THE HEAT ON Dye Sublimation - PrinterEvolution | Wide · PDF fileTHE HEAT ON Dye Sublimation...

Click here to load reader

  • date post

    17-Apr-2018
  • Category

    Documents

  • view

    217
  • download

    4

Embed Size (px)

Transcript of THE HEAT ON Dye Sublimation - PrinterEvolution | Wide · PDF fileTHE HEAT ON Dye Sublimation...

  • Michael Syverson has been in the printing industry for almost 20 years, at the fore-front of the pivotal time of analog to digital conversion. Syverson worked for EFI-

    VUTEk for 10 years and was instrumental in the development and rollout of ve indus-trial inkjet printing devices, helping to create and re ne many techniques that were critical to successful print through digital methods. Marilyn Davenport is the Public Relations director for Global Imaging Inc.

    Dye sublimation is the next big surge in the digital textile printing industry. Quick to take off in Europe, dye sub is becoming the choice technique for end-users because of the ef ciencies in fabric shipping and handling, as well as the rich, high-quality results. Fabric is beautiful, but printing on it can be challenging.

    With this issue, we are launching a ve-part series that will explore the in-tricacies of dye sublimation with guest expert Michael Syverson, Director of Special Projects at Louisville, Colo.-based

    THE HEAT ON

    Dye SublimationWhy its a hot trend in the sign and graphics industry and what you need to know about it

    B Y M I C H A E L S Y V E R S O N , C O M P I L E D B Y M A R I LY N D A V E N P O R T

    40 July 2012 S I G N & D I G I T A L G R A P H I C S

    To get into dye sublimation printing, you basically need a printer, some sort of heat press to sublimate the ink and some fi nishing equipment.

    Breaking Down Dye Sub, Part 1

    DIG

    ITA

    L P

    RIN

    TIN

    G A

    ND

    FIN

    ISH

    ING

    DIG

    ITA

    L G

    RA

    PH

    ICS

    SBJUL.indd 40 6/18/12 9:47 AM

  • S I G N & D I G I T A L G R A P H I C S July 2012 41

    PrinterEvolution. Syverson has more than 20 years in the printing industry and was an applications specialist on the VUTEk project team when it unveiled the first dye sub printer in 2001. Lets begin with an overview of the dye sublimation process from inks to equipment, but in subsequent articles we will further exam-ine such topics as substrates, inks, heat setters, finishing, marketplace econom-ics and workflow. Although there are many different approaches and variants to sublimated fabric printing, we will fo-cus primarily on transfer dye sublimation because that is more widely used in the U.S. grand-format arena. We asked Mike the following questions:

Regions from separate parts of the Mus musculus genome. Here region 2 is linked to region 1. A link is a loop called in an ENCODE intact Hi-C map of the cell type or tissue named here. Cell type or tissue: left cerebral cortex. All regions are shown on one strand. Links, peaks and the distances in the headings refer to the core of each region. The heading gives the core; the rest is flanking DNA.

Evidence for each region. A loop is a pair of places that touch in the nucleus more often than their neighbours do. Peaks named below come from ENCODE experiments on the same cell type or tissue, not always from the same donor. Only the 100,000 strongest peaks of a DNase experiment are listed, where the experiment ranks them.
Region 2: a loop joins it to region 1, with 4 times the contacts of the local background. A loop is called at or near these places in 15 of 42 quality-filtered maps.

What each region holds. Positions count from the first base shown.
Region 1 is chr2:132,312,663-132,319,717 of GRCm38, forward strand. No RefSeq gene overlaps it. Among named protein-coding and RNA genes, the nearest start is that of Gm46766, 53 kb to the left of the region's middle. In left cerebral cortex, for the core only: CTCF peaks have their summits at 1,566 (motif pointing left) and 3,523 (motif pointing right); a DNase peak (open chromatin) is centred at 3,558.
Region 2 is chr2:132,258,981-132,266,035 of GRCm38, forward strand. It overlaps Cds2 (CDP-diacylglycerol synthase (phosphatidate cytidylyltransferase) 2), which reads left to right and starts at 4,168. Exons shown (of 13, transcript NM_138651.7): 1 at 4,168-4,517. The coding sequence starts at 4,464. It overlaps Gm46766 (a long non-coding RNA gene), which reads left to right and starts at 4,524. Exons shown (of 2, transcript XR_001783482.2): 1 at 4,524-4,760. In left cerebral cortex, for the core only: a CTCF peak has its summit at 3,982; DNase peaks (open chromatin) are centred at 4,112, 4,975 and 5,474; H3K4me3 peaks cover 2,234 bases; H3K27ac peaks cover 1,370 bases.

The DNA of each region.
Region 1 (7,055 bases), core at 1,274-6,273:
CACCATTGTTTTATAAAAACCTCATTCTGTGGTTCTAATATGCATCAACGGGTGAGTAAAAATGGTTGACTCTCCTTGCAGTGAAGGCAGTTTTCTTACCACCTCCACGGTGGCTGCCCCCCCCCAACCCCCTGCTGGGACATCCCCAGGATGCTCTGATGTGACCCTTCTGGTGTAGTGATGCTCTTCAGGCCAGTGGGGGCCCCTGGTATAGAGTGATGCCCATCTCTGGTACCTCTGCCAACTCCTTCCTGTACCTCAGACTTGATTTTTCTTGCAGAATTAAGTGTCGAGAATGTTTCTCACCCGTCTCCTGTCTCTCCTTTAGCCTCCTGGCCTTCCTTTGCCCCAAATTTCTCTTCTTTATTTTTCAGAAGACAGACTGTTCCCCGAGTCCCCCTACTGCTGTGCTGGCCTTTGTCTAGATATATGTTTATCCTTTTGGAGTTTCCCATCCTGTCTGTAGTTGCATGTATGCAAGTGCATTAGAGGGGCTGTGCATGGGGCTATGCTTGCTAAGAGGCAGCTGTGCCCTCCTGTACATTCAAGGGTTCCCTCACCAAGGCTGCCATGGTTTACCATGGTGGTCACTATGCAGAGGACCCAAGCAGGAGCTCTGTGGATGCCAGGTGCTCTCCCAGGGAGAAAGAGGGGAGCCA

Q. What is dye sublimation?A. Dye sublimation is the process of

    converting solid dyes into a gas without going through the liquid stage. Heat and pressure are used to infuse colorant into a polymer material (usually polyester). There are two basic methods for print-ing with dye sublimation inks, direct and transfer. Transfer is the most com-mon method in the U.S. and consists of printing an image on a transfer paper and sublimating the image onto a polyester-based product, usually a textile. The di-rect process differs from transfer printing in that the image is printed directly on a coated fabric and then sublimated with-out the use of paper.

    Q. What are the advantages and disadvantages of the direct and transfer processes?

    A. Both methods require heating the fabric in order to infuse the ink into the fabric, but both have their pros and cons.

    There are really three types of printers: all-in-one units with a built-in fixation heat press; printers that just print either transfer or direct; or in some cases, both.

    Aqueous dye sub printers, such as this Evo33 from PrinterEvolution, are in demand because of the green benefits of using water-based inks over oil-based or solvent-based inks.

    Customers in the soft signage, trade show, retail, P.O.P., event and entertainment industries are really enjoying the benefits of dye sublimation textile printing and a huge opportunity exists in these areas from small to large sign shops.

    SBJUL.indd 41 6/29/12 11:14 AM

  • 42 July 2012 S I G N & D I G I T A L G R A P H I C S

    DIG

    ITA

    L P

    RIN

    TIN

    G A

    ND

    FIN

    ISH

    ING

    DIG

    ITA

    L G

    RA

    PH

    ICS

    Transfer printing allows the most flex-ibility in terms of substrate range. You can basically sublimate to any polyester textile (or other polyester coated product for that matter). Transfer printing is very efficient, as you only need to profile and set up the printer for the one transfer paper you are using. Setting changes for the different fabrics are made at the heat press calendar. And printing on pa-per means you dont have to worry about the fabric moving, stretching or wicking thereby giving you a clearer, more per-fected image with sharper color pop.